Paying Attention

Designing presentations–PowerPoint, Prezi, Capzles, Easel.ly–is practice for close reading, isn’t it?

As students design presentations for an audience of their peers, they are motivated to pay attention to all of the details.  Each choice they make–fonts, colors, words, images, and placement of everything–is intentional.

What will look the best? What matches my purpose? What has the most emotional impact?

I present students with principles of effective design, and after viewing a few examples of “good” and “bad” design, they begin applying the principles to their work. There’s no convincing them that these principles matter; they see the evidence in the examples, and they see the positive change in their presentations when they begin designing like a designer.

This is the same intention I want students to notice when close reading. Students are reluctant to acknowledge the impact an author’s craft has on our comprehension and reaction to literature.

Words, punctuation, structure, and the way these work together to create images, convey attitudes, and ultimately transmit purposes are less easily seen then the clash of a font color with a background color, or the ill-placement of an image.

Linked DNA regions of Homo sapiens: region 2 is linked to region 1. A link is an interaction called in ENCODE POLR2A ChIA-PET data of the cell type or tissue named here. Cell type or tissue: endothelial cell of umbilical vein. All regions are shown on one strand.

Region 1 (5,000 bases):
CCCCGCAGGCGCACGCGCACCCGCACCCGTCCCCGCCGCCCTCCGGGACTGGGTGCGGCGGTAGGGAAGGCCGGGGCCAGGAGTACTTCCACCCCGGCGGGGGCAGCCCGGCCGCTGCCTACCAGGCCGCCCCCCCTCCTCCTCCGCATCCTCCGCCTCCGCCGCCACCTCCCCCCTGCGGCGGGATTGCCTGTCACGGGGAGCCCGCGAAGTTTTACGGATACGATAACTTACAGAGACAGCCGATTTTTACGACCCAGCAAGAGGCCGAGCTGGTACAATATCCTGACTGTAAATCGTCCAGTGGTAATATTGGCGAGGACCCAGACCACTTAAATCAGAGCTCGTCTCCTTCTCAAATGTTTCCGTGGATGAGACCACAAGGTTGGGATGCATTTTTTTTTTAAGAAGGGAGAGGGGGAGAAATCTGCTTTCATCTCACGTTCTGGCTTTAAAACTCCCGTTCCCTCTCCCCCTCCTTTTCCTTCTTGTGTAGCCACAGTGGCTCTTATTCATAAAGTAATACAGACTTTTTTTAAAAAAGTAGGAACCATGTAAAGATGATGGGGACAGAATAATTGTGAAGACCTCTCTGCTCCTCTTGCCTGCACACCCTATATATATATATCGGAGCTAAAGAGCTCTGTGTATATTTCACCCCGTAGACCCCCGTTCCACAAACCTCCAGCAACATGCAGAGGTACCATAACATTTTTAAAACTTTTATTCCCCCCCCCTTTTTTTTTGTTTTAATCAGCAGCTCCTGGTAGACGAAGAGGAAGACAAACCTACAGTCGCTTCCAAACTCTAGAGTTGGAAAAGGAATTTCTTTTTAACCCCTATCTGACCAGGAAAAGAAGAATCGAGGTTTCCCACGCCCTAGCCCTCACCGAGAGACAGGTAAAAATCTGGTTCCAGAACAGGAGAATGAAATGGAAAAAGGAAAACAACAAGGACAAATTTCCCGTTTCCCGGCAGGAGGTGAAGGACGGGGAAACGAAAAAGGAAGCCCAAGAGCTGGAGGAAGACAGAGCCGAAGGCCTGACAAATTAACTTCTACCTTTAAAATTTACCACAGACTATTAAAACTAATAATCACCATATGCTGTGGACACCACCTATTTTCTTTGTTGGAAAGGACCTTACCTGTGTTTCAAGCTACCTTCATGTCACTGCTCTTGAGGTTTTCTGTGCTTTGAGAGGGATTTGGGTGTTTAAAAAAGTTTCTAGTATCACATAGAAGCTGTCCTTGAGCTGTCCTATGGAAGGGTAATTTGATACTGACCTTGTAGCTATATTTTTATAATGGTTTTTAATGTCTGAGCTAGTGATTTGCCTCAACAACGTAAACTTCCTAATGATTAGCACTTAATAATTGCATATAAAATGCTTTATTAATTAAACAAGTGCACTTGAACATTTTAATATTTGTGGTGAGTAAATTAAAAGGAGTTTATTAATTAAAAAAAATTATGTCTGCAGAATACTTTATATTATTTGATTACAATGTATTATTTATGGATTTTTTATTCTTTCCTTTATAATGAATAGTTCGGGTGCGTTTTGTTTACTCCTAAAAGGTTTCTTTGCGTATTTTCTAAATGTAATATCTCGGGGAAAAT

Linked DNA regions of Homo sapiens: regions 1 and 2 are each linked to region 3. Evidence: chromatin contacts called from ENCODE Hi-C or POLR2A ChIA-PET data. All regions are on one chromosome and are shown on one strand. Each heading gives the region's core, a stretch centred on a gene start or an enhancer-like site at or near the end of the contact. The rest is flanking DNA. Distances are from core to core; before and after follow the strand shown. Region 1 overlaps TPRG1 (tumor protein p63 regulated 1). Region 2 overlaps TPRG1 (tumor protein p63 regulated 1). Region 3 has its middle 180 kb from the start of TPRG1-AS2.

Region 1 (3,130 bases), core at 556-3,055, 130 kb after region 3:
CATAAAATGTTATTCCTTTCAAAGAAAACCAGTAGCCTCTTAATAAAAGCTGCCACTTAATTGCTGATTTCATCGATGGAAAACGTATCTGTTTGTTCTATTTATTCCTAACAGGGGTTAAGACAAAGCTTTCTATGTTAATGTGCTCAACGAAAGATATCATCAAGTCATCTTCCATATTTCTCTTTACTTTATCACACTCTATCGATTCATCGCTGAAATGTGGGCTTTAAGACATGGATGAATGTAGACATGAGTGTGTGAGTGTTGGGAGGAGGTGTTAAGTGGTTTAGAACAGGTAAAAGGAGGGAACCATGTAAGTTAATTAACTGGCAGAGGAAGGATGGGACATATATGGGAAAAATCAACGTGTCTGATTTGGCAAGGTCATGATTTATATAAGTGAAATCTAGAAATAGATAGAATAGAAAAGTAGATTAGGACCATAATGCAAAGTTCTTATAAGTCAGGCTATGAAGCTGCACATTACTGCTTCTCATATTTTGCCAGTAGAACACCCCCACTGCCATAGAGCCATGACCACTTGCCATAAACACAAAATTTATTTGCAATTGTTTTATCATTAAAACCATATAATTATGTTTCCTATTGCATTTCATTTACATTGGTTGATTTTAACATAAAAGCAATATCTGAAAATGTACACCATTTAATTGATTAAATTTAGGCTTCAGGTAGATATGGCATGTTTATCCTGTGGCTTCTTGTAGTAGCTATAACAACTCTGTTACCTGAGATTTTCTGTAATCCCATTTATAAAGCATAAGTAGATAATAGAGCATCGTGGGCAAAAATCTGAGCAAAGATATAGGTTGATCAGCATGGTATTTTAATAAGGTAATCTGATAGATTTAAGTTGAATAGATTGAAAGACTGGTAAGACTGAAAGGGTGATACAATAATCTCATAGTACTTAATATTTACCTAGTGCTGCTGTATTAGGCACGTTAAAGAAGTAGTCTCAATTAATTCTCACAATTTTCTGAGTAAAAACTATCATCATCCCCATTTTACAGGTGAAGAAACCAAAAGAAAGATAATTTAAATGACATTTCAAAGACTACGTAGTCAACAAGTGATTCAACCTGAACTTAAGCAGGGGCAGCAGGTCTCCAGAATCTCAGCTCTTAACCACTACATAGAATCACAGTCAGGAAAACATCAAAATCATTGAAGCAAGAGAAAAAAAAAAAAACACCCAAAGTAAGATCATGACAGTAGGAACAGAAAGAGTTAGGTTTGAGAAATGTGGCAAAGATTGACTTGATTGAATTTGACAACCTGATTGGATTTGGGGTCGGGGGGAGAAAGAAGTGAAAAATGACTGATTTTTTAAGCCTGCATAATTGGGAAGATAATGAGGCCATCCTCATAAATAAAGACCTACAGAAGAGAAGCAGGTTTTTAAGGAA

However, if students can orchestrate words and images with intention, then noticing it in the books they read should be a little easier.

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2 thoughts on “Paying Attention

  1. Thanks, Gerard, for sharing your thinking on this.

    Your point that “if students can orchestrate words and images with intention, then noticing it in the books they read should be a little easier” definitely makes sense to me. In what ways do you help students slow down so they can “orchestrate” rather than just rush through?

    Troy

    • Troy, thanks for the feedback.

      As you suggest in Crafting Digital Writing, I provide students with models, and model my own process.

      Students seem “awakened” to the the power of small, intentional changes in design when they observe the visual impact resulting from their revisions and edits. They begin discussing choices with each other, and become critical (yet, well-intentioned) of each others’ work in a new way.

      Students’ careful attention seems to be the result of authentic, dare I say fun, tasks. When they work on a self-selected topic in a self-selected medium, with the knowledge that they’ll share their work with peers, patience and focus materialize where once there may have been less.

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